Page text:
If anybody had asked me before I started this series I’d have had no idea that the novella was the Hugo category that I consistently remembered best and which had the best nominees, but year after year there it is. Nancy Kress was having a good year, and that’s a tremendous winner. But the Swanwick and the Willis are also classics. Somebody should do a collection of all the novella nominees ever, or e-books of all of them or something. They’d make a great book-club. (Novella-club?)


  • “Gold”, Isaac Asimov (Analog Sep 1991) 
  • “Dispatches from the Revolution”, Pat Cadigan (Asimov’s Jul 1991) 
  • “Fin de Cyclé”, Howard Waldrop (Night of the Cooters: More Neat Stories 1990; Asimov’s mid-Dec 1991) 
  • “Miracle”, Connie Willis (Asimov’s Dec 1991) 
  • “Understand”, Ted Chiang (Asimov’s Aug 1991)

Time is a strange thing. It’s so odd to see “Understand” and “Gold” on the same ballot when they feel as if they come from different eras.


  • “A Walk in the Sun”, Geoffrey A. Landis (Asimov’s Oct 1991) 
  • “Buffalo”, John Kessel (Fires of the Past: Thirteen Contemporary Fantasies About Hometowns; F&SF Jan 1991) 
  • “Dog’s Life”, Martha Soukup (Amazing Stories Mar 1991) 
  • “In the Late Cretaceous”, Connie Willis (Asimov’s mid-Dec 1991) 
  • “One Perfect Morning, With Jackals”, Mike Resnick (Asimov’s Mar 1991) * “Press Ann”, Terry Bisson (Asimov’s Aug 1991) 
  • “Winter Solstice”, Mike Resnick (F&SF Oct/Nov 1991)

Pretty good lineup here too. A good year for short fiction.


  • The World of Charles Addams, Charles Addams (Knopf) 
  • The Bakery Men Don’t See Cookbook, Jeanne Gomoll, et al, eds (SF3)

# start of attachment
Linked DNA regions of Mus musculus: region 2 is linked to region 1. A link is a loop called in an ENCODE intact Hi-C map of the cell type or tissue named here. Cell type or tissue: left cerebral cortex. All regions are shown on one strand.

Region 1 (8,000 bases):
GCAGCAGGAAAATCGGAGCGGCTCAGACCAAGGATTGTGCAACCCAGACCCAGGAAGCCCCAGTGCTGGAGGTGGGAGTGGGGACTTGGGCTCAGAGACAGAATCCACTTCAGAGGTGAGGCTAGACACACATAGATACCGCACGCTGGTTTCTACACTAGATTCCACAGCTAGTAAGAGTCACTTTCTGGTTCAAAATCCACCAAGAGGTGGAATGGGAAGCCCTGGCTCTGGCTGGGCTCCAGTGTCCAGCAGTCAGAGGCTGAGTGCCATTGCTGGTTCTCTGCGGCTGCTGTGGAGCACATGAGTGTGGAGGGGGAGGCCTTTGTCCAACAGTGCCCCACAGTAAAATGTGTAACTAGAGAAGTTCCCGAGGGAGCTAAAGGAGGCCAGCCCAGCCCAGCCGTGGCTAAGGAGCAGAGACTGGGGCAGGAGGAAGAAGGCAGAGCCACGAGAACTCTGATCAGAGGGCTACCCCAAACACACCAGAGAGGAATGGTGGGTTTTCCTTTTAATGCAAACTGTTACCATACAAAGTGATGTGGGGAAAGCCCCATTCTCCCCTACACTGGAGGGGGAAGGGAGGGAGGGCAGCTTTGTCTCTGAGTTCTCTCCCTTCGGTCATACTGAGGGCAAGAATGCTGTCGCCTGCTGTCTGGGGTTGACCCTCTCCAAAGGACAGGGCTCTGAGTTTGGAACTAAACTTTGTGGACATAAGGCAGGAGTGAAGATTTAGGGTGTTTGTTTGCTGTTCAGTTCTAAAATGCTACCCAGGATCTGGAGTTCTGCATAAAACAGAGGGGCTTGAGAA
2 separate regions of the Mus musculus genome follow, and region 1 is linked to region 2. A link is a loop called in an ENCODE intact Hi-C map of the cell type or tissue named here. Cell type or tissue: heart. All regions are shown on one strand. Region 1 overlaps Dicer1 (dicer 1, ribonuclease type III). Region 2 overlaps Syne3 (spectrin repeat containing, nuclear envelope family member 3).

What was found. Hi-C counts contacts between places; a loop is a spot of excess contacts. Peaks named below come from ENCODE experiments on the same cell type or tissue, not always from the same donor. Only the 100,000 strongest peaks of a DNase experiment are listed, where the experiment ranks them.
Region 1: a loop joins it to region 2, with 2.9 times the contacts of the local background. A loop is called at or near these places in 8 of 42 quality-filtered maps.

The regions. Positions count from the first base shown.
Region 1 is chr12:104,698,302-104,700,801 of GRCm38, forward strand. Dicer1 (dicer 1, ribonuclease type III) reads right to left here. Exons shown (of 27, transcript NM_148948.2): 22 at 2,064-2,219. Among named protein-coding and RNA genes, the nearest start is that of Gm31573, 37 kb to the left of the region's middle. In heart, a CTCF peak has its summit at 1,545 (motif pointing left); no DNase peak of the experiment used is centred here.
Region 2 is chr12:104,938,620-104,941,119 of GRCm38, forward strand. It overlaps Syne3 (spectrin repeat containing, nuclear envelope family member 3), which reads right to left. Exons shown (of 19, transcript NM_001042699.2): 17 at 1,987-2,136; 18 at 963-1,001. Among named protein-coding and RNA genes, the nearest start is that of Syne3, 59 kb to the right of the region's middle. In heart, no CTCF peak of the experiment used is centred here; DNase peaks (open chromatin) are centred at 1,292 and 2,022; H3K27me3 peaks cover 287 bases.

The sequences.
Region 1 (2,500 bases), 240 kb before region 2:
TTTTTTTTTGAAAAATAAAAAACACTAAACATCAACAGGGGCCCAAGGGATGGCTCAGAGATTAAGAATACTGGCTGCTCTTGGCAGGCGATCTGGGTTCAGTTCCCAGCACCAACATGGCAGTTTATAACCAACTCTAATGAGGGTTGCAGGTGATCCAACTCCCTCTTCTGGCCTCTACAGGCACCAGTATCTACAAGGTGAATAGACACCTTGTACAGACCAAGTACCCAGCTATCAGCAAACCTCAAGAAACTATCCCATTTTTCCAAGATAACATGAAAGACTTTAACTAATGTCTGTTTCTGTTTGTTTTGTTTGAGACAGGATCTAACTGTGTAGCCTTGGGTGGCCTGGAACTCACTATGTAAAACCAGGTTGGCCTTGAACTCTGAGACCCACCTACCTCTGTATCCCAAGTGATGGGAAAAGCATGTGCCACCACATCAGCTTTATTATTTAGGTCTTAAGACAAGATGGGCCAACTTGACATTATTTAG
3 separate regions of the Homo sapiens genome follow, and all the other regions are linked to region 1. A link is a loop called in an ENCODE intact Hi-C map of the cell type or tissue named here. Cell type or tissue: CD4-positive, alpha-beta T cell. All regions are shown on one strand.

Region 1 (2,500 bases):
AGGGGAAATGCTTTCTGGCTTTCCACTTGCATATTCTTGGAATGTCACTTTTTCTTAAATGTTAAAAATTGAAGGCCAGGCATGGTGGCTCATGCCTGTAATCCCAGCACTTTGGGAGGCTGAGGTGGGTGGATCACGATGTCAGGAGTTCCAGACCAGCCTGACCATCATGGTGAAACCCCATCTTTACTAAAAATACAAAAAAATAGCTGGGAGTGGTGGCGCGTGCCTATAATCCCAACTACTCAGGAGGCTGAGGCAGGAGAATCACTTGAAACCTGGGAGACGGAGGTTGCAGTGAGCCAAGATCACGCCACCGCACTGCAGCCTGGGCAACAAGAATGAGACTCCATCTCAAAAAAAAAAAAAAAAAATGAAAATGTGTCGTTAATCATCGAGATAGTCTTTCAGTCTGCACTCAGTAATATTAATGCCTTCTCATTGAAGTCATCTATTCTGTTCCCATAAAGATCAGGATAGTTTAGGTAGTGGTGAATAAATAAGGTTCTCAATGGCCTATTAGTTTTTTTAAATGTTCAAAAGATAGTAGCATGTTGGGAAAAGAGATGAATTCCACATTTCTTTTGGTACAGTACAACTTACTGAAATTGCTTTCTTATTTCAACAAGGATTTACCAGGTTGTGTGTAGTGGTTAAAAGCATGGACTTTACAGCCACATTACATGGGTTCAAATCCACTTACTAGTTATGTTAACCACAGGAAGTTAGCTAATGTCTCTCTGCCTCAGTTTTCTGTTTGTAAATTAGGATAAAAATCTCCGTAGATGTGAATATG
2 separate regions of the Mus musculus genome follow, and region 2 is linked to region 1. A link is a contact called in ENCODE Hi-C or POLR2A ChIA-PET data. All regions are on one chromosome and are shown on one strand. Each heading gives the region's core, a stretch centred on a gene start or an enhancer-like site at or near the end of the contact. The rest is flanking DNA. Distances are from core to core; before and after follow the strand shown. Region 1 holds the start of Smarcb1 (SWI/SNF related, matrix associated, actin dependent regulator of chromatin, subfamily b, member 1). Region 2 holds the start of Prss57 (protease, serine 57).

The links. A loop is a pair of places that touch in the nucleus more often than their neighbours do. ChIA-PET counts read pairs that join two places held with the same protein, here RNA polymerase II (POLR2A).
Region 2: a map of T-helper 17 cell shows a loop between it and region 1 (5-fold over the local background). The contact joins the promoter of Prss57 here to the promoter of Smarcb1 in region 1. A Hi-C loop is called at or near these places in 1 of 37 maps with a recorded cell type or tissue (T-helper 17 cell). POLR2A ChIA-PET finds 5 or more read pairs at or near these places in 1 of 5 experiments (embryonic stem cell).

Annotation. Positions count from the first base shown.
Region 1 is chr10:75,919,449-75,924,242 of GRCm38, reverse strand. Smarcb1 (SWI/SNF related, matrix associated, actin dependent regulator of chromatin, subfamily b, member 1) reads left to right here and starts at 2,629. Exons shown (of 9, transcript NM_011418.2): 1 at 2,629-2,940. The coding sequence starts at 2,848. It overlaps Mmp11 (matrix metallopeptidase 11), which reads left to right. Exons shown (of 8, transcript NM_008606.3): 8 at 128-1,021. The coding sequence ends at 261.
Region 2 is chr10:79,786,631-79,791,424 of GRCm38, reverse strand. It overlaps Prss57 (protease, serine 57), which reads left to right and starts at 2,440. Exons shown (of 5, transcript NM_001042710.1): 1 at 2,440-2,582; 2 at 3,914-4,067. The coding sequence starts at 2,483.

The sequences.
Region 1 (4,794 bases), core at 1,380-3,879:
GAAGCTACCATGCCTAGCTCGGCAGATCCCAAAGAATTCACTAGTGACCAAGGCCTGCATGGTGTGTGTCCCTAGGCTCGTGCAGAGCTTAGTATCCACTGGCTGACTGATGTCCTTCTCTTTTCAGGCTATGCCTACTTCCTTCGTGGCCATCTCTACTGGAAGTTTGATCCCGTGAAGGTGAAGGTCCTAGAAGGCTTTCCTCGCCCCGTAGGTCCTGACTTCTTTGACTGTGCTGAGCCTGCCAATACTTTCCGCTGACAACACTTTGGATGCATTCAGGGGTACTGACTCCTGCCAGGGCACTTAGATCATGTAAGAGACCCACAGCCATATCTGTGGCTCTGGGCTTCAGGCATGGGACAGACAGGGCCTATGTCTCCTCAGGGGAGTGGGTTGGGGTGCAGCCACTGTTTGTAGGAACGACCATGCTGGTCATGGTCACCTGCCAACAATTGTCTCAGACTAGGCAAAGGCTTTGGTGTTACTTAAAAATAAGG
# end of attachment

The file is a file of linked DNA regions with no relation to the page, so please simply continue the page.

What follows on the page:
• Clive Barker’s Shadows in Eden, Stephen Jones, ed. (Underwood-Miller) 
  • The Science Fantasy Publishers: A Critical and Bibliographic History: Third Edition, Jack L. Chalker & Mark Owings (Mirage Press)
  • Science-Fiction: The Early Years, Everett F. Bleiler (Kent State University Press)


  • Terminator 2: Judgement Day
  • The Addams Family
  • Beauty and the Beast (Disney movie)
  • The Rocketeer
  • Star Trek VI: The Undiscovered Country

No Award.


  • Gardner Dozois
  • Ellen Datlow 
  • Edward L. Ferman 
  • Kristine Kathryn Rusch 
  • Stanley Schmidt


  • Michael Whelan 
  • Thomas Canty 
  • David A. Cherry
  • Bob Eggleton 
  • Don Maitz


  • Michael Whelan, Cover of The Summer Queen (by Joan D. Vinge; Warner Questar) 
  • Don Maitz, Cover of Heavy Time (by C. J. Cherryh; Warner Questar) 
  • Bob Eggleton, Cover of Lunar Descent (by Allen Steele; Ace)
  • Bob Eggleton, Cover of Asimov’s Jan 1991 (illustrating “Stations of the Tide” by Michael Swanwick) 
  • Thomas Canty, Cover of The White Mists of Power (by Kristine Kathryn Rusch; Roc)

A short lived category, and one completely oriented to US voters — I just realised I’ve not seen most of those covers, even though I have read the books, because the UK editions had different covers.


  • Locus, Charles N. Brown 
  • Interzone, David Pringle 
  • The New York Review of Science Fiction, David G. Hartwell, Kathryn Cramer, Robert K. J. Killheffer & Gordon Van Gelder
  • Pulphouse, Dean Wesley Smith 
  • Science Fiction Chronicle, Andrew J. Porter

Locus wins again.


  • Mimosa, Dick & Nicki Lynch 
  • File 770, Mike Glyer 
  • FOSFAX, Timothy Lane & Janice Moore
  • Lan’s Lantern, George “Lan” Laskowski 
  • Trapdoor, Robert Lichtman


  • Dave Langford 
  • Avedon Carol 
  • Mike Glyer
  • Andrew Hooper 
  • Evelyn C. Leeper 
  • Harry Warner, Jr.


  • Brad W. Foster 
  • Teddy Harvia
  • Peggy Ranson 
  • Stu Shiffman 
  • Diana Harlan Stein


  • Ted Chiang 
  • Barbara Delaplace 
  • Greer Ilene Gilman 
  • Laura Resnick 
  • Michelle Sagara

Well this is much better than 1991!

Ted Chiang is a brilliant winner, just the kind of person who ought to win. He had published two astonishing novellas, both nominated for awards, and he has gone on to have a strong career publishing some of the best short stories ever written in the genre — including a nominee for this year’s Hugos